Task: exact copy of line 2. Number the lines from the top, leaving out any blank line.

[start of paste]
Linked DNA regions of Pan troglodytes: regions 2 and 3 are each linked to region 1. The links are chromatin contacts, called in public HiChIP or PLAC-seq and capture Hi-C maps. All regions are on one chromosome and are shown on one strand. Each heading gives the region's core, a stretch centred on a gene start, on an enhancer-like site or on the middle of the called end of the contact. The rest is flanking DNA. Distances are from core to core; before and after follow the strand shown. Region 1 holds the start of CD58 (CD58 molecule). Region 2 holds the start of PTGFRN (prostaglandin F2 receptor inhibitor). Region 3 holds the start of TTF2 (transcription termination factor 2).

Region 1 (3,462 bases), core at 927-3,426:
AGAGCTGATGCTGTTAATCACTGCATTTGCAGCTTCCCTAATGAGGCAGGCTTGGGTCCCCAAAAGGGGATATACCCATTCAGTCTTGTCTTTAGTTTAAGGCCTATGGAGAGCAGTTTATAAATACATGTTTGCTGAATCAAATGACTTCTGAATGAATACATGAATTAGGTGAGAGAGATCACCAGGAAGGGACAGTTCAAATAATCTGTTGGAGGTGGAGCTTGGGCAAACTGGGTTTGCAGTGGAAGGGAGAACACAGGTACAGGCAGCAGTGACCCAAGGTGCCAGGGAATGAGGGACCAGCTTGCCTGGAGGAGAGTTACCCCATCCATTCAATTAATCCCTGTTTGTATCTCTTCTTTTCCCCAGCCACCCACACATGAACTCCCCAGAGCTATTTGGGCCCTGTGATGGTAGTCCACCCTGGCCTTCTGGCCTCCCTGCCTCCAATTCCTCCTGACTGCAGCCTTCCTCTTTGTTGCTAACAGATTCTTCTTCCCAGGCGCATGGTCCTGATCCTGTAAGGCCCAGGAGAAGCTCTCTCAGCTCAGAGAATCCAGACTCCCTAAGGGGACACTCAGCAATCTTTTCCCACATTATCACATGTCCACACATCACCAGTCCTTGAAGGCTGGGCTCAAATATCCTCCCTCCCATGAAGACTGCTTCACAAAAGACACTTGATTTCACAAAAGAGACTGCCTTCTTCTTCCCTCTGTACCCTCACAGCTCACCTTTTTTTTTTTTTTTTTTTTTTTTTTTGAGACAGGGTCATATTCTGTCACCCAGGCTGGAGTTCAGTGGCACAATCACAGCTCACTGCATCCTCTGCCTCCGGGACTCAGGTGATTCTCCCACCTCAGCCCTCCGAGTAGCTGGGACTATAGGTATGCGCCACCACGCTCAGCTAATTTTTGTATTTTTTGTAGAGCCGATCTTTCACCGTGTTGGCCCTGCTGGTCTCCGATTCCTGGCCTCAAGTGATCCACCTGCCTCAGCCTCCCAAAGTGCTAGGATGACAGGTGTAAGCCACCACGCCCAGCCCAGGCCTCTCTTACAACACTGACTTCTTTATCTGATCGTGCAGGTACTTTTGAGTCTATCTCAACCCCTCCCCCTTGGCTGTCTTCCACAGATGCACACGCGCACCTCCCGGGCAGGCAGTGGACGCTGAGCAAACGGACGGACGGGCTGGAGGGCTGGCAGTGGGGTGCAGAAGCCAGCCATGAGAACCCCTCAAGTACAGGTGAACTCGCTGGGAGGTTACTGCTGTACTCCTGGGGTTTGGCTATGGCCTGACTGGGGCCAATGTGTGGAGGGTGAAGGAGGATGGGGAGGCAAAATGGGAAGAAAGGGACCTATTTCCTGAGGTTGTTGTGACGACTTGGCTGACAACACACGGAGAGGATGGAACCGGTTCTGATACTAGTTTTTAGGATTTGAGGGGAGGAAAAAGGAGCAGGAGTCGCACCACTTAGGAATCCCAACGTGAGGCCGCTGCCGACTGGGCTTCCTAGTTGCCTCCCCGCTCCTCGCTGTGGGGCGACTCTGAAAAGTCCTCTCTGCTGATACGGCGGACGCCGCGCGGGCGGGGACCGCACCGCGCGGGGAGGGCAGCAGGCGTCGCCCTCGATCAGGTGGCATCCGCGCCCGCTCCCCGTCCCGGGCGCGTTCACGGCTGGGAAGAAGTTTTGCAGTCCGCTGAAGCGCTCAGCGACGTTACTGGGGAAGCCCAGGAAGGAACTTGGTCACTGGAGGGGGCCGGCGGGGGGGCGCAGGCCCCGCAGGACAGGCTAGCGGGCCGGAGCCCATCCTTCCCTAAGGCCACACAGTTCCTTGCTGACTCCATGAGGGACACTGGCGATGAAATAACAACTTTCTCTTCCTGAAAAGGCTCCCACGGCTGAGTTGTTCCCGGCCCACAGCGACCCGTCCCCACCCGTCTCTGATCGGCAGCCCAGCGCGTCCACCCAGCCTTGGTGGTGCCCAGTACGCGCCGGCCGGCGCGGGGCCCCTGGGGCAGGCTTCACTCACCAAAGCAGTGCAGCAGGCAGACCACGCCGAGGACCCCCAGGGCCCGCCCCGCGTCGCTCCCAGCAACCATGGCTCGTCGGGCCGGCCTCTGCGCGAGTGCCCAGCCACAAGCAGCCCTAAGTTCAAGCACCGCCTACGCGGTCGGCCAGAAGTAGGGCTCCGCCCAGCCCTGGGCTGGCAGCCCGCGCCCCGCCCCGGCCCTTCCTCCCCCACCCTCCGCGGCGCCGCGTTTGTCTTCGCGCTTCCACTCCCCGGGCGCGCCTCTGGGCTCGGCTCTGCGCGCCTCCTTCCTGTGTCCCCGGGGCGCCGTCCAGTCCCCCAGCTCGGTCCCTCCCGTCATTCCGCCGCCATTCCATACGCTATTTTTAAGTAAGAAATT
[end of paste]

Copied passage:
Region 1 (3,462 bases), core at 927-3,426: